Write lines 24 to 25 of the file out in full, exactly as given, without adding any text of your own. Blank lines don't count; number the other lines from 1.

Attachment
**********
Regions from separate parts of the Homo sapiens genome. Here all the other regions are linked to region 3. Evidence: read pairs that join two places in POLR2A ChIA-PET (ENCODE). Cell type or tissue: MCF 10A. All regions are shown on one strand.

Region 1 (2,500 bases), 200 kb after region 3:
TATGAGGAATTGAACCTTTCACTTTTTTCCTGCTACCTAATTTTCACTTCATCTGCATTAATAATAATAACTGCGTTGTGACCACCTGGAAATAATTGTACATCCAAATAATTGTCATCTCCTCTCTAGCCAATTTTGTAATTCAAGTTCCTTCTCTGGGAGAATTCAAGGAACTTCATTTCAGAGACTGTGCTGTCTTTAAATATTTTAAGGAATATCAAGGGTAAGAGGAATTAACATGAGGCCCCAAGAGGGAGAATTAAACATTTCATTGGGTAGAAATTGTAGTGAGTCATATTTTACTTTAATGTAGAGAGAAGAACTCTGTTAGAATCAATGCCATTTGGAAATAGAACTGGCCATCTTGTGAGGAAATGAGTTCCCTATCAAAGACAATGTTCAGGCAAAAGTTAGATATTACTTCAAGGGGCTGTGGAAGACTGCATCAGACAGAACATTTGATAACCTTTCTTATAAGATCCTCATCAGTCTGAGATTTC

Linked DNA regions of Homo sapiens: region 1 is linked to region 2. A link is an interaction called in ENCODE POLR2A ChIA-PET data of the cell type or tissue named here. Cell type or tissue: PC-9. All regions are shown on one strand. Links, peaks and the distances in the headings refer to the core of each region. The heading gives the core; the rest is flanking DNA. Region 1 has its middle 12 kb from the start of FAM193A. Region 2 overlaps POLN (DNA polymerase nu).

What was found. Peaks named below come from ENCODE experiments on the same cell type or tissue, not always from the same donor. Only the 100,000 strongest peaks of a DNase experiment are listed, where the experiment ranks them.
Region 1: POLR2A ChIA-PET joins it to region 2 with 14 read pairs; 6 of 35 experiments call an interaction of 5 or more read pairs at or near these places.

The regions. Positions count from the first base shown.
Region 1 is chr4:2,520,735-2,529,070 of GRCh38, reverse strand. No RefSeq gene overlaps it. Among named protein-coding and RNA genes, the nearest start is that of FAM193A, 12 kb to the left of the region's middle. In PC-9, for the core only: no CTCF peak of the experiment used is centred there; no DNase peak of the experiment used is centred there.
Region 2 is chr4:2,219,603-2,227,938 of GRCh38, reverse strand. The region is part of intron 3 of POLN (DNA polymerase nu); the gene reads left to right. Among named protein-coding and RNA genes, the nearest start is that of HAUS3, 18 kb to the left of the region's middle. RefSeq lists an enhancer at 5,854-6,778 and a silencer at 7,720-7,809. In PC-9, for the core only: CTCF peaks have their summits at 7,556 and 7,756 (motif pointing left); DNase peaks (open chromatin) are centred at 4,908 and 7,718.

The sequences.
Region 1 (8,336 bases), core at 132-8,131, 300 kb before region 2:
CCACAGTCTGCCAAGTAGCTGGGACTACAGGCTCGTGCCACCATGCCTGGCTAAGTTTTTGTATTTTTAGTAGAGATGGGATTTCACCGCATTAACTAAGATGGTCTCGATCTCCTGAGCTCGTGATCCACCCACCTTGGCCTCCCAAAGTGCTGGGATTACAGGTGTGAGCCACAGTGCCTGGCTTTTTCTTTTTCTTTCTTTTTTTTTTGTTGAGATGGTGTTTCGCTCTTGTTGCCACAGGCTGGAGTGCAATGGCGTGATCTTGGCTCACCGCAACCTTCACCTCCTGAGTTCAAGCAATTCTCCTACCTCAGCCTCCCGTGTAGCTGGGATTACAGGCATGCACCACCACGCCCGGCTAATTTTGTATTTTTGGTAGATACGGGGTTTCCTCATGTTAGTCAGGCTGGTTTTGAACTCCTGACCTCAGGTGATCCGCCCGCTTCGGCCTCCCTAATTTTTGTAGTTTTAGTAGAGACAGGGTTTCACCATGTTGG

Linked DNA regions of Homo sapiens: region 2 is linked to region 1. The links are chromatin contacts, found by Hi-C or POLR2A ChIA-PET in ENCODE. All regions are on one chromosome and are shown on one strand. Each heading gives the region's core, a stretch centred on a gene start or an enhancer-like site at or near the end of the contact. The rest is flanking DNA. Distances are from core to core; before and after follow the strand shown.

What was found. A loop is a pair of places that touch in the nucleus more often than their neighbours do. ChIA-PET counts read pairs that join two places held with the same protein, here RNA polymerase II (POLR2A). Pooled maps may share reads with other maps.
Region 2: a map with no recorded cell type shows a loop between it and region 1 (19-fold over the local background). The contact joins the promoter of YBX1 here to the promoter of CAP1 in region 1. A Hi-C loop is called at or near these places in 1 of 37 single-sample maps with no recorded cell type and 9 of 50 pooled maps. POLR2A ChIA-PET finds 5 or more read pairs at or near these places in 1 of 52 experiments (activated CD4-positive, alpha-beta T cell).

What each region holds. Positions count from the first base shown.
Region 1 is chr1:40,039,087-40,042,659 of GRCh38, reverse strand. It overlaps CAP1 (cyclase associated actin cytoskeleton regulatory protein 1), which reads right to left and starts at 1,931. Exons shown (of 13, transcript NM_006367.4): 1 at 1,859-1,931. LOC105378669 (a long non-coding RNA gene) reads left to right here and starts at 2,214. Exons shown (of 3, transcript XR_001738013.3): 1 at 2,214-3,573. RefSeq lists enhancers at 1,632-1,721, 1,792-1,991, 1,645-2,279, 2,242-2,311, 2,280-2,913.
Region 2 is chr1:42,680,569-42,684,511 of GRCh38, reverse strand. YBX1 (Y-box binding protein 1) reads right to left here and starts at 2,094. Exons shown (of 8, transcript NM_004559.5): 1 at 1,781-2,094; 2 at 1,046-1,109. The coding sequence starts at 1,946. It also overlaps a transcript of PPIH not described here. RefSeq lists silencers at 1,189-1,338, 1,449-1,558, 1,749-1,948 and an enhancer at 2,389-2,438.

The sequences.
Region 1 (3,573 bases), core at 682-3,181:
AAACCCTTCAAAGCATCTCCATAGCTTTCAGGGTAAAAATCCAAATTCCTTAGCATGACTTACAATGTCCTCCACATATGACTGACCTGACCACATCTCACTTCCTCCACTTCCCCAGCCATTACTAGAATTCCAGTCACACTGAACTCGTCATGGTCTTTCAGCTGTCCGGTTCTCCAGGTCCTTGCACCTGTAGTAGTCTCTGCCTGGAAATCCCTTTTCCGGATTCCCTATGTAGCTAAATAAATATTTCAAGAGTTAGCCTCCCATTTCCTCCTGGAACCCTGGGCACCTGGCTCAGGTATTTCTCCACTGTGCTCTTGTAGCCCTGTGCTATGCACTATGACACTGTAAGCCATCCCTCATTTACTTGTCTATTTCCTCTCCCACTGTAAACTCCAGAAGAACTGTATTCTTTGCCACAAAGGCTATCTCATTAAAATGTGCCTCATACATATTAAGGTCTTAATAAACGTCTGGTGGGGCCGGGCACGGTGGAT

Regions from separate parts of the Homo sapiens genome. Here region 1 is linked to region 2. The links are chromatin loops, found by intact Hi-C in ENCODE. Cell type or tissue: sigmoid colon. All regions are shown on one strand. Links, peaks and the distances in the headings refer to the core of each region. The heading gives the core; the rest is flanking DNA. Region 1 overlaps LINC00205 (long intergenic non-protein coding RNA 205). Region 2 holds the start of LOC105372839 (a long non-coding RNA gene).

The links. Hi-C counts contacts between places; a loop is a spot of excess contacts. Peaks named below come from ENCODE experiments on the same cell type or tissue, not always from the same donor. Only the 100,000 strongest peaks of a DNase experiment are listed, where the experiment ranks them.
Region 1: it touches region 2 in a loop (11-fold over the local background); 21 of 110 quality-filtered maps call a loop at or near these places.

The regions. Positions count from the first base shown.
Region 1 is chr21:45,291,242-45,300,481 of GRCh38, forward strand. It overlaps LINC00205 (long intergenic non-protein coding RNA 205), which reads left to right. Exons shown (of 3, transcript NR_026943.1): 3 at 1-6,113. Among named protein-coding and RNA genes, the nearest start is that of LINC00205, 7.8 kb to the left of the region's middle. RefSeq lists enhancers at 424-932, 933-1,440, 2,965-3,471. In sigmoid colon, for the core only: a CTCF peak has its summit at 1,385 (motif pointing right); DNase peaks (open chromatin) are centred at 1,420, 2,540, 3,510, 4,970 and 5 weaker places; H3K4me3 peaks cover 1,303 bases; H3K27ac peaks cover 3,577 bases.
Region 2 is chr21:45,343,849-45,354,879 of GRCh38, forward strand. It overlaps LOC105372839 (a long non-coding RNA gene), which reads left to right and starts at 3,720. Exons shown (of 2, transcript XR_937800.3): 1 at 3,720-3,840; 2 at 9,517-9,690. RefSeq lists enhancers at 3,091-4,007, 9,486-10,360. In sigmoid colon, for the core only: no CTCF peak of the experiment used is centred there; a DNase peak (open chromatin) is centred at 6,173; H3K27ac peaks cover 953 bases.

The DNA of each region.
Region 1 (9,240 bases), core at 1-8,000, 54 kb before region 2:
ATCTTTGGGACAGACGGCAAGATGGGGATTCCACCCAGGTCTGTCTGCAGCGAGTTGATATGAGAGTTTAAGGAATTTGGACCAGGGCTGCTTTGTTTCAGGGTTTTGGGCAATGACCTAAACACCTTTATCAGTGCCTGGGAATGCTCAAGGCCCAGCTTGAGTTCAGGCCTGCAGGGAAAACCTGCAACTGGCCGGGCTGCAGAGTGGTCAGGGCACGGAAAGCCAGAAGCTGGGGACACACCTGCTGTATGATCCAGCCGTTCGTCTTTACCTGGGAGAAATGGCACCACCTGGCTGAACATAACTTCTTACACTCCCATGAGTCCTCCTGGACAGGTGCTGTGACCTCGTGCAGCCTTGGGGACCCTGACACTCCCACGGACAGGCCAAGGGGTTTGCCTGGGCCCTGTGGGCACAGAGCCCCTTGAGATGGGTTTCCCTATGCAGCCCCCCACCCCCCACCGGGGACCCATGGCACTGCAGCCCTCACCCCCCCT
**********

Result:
Region 1: it touches region 2 in a loop (11-fold over the local background); 21 of 110 quality-filtered maps call a loop at or near these places.

The regions. Positions count from the first base shown.